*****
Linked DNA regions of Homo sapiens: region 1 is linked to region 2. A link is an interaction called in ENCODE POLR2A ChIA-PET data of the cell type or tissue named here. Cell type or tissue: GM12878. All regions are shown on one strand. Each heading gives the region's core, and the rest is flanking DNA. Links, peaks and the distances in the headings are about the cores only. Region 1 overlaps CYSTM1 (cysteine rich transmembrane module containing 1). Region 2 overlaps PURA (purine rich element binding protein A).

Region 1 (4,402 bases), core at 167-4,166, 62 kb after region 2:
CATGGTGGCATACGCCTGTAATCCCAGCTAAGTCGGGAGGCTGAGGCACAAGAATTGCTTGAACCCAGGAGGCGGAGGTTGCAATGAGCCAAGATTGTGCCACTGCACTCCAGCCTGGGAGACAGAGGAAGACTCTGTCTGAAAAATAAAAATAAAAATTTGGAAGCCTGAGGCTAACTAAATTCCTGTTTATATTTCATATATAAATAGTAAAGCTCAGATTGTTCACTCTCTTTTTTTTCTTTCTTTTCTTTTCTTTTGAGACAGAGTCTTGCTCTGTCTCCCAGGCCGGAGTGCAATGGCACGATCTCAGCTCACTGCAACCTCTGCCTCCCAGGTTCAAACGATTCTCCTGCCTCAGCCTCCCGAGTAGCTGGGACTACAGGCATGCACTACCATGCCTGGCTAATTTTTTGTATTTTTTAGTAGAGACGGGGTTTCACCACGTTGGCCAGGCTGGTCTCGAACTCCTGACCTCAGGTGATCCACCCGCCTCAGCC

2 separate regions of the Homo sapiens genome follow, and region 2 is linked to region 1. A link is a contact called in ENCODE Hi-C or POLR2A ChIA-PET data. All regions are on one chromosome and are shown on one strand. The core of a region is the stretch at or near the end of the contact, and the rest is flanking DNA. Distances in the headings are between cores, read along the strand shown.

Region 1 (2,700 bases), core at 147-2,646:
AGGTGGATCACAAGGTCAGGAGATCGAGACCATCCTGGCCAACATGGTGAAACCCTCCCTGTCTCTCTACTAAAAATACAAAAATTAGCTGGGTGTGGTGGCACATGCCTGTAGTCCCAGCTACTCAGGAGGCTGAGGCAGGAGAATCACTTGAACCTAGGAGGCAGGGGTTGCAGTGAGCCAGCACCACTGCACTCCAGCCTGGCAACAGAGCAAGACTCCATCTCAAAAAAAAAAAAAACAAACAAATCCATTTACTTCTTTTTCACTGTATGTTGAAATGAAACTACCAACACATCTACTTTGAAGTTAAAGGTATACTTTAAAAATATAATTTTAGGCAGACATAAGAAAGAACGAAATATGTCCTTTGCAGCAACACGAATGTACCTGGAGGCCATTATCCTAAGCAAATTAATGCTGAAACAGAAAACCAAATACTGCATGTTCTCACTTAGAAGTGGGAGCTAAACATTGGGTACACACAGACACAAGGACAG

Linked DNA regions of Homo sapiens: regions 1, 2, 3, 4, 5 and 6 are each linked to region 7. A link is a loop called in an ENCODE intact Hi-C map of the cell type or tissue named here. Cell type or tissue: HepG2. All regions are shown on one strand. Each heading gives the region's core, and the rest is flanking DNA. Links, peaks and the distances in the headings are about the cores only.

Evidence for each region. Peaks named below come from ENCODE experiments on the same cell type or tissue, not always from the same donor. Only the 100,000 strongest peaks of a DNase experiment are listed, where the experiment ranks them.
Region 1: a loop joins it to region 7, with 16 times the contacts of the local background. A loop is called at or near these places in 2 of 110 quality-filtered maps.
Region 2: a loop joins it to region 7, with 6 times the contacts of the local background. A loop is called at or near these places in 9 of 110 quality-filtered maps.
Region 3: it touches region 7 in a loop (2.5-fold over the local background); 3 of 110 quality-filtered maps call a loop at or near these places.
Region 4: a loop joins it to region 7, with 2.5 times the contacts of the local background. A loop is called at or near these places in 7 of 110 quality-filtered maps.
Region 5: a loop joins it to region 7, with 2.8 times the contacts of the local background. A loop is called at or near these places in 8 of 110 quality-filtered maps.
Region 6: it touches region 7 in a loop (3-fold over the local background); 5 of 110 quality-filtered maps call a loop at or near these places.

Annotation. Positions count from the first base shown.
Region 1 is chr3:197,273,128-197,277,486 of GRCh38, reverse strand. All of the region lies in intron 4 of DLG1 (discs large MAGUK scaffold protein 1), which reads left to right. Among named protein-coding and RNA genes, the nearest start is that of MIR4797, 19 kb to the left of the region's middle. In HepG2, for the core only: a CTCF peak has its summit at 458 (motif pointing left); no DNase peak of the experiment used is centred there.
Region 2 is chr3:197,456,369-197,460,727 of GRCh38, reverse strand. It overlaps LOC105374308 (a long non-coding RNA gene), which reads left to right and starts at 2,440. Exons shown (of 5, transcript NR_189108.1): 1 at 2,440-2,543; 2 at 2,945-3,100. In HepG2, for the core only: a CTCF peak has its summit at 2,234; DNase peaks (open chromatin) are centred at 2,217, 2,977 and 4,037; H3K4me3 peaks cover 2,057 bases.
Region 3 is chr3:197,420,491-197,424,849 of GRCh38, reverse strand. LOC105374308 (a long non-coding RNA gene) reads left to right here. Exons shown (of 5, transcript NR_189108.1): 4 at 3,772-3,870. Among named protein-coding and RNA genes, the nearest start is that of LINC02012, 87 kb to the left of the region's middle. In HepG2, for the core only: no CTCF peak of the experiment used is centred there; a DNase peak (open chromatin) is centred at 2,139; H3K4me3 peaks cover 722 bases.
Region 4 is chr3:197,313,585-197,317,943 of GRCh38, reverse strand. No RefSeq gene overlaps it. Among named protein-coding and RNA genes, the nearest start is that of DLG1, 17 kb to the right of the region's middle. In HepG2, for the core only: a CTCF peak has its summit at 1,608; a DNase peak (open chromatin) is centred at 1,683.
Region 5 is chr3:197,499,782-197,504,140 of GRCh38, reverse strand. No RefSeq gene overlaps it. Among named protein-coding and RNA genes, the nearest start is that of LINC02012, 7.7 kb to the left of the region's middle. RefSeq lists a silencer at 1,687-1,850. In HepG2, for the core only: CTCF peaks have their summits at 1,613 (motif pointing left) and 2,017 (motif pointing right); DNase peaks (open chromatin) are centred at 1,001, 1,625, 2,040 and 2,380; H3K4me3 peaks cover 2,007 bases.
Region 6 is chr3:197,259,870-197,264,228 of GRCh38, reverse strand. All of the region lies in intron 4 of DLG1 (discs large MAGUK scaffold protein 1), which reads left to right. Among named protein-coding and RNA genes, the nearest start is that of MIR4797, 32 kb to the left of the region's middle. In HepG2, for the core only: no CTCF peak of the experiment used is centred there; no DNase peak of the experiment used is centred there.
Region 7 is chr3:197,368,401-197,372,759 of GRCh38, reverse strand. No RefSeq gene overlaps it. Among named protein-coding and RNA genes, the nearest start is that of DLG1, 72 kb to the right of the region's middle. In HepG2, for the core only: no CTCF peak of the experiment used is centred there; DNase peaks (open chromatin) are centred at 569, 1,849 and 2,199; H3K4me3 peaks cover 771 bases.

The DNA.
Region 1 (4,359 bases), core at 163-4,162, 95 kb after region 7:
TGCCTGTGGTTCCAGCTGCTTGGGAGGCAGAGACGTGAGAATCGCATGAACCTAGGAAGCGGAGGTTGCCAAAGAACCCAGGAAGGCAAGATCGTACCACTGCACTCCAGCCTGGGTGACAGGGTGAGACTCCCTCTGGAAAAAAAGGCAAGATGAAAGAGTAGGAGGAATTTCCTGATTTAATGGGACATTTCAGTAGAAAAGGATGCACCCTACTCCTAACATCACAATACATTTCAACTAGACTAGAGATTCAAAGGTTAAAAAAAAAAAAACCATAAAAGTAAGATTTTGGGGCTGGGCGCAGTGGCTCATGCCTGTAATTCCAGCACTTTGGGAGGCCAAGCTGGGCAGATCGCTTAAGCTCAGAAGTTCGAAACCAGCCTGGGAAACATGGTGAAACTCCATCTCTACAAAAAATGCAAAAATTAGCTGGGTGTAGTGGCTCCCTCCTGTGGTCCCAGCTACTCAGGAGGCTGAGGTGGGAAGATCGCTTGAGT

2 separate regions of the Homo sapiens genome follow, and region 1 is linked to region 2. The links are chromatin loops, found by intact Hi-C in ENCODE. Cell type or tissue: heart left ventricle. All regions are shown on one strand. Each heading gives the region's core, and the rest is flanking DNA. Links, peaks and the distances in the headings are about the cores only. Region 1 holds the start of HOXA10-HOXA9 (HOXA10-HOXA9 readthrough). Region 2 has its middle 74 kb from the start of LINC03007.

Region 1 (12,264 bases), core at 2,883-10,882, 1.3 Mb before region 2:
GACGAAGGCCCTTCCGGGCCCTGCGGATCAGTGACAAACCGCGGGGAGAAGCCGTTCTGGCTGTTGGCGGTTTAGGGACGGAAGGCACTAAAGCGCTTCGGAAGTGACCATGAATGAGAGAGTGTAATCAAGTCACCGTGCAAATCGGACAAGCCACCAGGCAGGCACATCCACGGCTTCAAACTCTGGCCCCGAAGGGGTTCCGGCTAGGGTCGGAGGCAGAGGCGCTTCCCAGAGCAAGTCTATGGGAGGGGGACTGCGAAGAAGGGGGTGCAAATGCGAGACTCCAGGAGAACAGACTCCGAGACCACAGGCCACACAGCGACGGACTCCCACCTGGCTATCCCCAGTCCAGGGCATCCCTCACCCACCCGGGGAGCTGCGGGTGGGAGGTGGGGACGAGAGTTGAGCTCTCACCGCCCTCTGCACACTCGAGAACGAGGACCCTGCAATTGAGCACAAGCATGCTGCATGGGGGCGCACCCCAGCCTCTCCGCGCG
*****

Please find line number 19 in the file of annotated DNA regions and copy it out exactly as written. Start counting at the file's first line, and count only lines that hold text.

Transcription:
Region 4 is chr3:197,313,585-197,317,943 of GRCh38, reverse strand. No RefSeq gene overlaps it. Among named protein-coding and RNA genes, the nearest start is that of DLG1, 17 kb to the right of the region's middle. In HepG2, for the core only: a CTCF peak has its summit at 1,608; a DNase peak (open chromatin) is centred at 1,683.